• (e) a person designated as a fishery guardian under the Fisheries Act when performing any duties or functions under that Act and a person designated as a fishery officer under the Fisheries Act when performing any duties or functions under that Act or the Coastal Fisheries Protection Act,
  • (f) the pilot in command of an aircraft
    • (i) registered in Canada under regulations made under the Aeronautics Act, or
    • (ii) leased without crew and operated by a person who is qualified under regulations made under the Aeronautics Act to be registered as owner of an aircraft registered in Canada under those regulations, while the aircraft is in flight, and
  • (g) officers and non-commissioned members of the Canadian Forces who are
    • (i) appointed for the purposes of section 156 of the National Defence Act, (Military Police) or
    • (ii) employed on duties that the Governor in Council, in regulations made under the National Defence Act for the purposes of this paragraph, has prescribed to be of such a kind as to necessitate that the officers and non-commissioned members performing them have the powers of peace officers;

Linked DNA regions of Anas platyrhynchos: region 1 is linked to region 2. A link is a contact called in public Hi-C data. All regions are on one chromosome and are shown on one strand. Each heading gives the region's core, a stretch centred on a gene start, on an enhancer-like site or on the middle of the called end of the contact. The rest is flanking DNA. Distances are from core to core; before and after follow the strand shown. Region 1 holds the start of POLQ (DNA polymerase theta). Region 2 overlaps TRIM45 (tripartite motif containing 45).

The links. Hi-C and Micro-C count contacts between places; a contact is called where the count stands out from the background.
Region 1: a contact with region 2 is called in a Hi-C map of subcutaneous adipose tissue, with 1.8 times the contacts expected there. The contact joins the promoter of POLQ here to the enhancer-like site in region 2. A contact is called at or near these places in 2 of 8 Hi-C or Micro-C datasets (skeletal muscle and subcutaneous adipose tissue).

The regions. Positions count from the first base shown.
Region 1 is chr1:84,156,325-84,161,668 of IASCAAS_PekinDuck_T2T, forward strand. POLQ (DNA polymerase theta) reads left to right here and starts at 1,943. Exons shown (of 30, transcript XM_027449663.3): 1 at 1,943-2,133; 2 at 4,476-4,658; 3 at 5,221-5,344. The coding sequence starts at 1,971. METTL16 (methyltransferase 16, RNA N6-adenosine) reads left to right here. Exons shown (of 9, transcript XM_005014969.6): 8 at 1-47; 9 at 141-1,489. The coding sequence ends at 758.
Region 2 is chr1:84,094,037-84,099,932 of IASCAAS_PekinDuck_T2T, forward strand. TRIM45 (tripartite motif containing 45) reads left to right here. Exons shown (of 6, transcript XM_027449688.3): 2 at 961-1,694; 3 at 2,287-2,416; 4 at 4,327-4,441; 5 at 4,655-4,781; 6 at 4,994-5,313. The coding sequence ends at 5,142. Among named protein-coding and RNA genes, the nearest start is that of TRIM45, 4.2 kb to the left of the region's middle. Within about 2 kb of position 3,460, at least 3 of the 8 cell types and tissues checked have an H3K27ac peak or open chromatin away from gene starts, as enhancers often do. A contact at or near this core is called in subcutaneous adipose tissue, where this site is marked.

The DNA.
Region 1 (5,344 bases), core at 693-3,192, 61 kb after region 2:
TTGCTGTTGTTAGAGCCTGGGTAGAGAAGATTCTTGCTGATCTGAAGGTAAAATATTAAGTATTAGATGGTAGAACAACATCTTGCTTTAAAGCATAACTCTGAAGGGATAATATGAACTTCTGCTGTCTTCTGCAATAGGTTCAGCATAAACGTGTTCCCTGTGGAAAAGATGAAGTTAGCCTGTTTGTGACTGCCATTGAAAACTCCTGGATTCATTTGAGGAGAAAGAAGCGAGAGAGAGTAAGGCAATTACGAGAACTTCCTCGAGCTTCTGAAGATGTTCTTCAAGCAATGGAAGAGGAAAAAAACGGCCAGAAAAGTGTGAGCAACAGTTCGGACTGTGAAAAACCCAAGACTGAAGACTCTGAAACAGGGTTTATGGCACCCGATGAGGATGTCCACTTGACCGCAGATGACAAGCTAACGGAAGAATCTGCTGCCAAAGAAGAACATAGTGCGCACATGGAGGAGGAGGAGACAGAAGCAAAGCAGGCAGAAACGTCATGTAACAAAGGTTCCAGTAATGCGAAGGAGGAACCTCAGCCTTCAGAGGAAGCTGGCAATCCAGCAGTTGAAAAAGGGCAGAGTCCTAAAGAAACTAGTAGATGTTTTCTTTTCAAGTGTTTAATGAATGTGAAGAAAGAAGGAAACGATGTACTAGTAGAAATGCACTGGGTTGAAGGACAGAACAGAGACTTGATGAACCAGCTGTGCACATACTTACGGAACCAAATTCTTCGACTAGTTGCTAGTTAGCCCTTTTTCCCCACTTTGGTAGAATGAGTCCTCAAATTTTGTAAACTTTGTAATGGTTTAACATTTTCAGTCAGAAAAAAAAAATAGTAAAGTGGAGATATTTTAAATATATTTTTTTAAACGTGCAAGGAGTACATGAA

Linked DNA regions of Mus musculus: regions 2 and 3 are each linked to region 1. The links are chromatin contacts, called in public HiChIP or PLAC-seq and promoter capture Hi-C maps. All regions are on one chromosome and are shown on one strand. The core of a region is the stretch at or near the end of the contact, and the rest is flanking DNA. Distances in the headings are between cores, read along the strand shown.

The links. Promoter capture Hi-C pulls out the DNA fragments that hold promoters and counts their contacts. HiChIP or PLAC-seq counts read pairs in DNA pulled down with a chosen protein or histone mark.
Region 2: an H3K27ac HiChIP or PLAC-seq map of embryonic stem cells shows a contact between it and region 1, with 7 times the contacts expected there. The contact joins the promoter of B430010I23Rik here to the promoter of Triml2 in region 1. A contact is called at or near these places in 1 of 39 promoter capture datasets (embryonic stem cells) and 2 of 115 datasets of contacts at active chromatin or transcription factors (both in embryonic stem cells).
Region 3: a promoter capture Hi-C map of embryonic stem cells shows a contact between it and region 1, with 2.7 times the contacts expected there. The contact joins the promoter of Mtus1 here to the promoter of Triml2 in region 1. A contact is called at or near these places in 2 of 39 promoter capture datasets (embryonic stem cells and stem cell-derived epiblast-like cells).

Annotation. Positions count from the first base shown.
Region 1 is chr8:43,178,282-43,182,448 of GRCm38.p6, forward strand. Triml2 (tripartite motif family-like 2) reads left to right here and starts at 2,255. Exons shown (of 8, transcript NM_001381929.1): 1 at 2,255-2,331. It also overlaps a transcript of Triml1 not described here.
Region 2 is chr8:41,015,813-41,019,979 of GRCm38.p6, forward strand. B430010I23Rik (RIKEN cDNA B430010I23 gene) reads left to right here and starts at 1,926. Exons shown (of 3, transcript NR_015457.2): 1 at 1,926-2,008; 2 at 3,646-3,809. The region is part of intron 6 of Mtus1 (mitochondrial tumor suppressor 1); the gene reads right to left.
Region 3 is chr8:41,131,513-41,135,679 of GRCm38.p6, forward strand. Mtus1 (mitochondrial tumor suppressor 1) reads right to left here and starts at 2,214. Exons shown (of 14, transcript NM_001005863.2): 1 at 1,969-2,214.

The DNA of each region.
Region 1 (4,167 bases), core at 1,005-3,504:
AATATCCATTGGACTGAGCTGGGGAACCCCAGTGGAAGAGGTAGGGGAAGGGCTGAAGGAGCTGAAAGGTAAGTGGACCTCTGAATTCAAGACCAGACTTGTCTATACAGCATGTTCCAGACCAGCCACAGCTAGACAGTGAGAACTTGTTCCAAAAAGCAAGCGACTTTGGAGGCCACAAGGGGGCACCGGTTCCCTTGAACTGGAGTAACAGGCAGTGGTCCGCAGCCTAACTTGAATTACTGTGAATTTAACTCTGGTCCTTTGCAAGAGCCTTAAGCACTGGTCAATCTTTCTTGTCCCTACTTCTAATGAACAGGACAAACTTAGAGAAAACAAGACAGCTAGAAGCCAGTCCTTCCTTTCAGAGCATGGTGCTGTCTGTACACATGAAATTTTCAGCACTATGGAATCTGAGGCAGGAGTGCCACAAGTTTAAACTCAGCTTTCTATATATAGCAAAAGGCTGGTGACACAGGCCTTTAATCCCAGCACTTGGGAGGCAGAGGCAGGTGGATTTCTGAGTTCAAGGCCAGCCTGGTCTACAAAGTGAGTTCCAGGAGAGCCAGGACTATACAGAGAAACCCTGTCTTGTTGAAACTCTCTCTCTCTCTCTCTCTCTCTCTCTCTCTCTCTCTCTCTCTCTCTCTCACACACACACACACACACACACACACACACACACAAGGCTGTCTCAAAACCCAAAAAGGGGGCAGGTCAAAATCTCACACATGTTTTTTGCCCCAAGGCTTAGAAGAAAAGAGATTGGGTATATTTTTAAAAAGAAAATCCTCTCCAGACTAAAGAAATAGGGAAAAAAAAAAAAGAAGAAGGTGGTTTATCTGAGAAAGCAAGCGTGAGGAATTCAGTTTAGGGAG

Section (b) allows for designation as a peace officer for a member of the Correctional Service of Canada under the following via the Corrections and Conditional Release Act:[2]

  • 10. The Commissioner may in writing designate any staff member, either by name or by class, to be a peace officer, and a staff member so designated has all the powers, authority, protection and privileges that a peace officer has by law in respect of
  • (a) an offender subject to a warrant or to an order for long-term supervision; and
  • (b) any person, while the person is in a penitentiary.

In addition, provincial legislatures can designate a class of officers (i.e. Conservation Officers and Park Rangers) to be peace officers.

United States


U.S. Law Enforcement Officers include (but may not be limited to) the following:[3][4]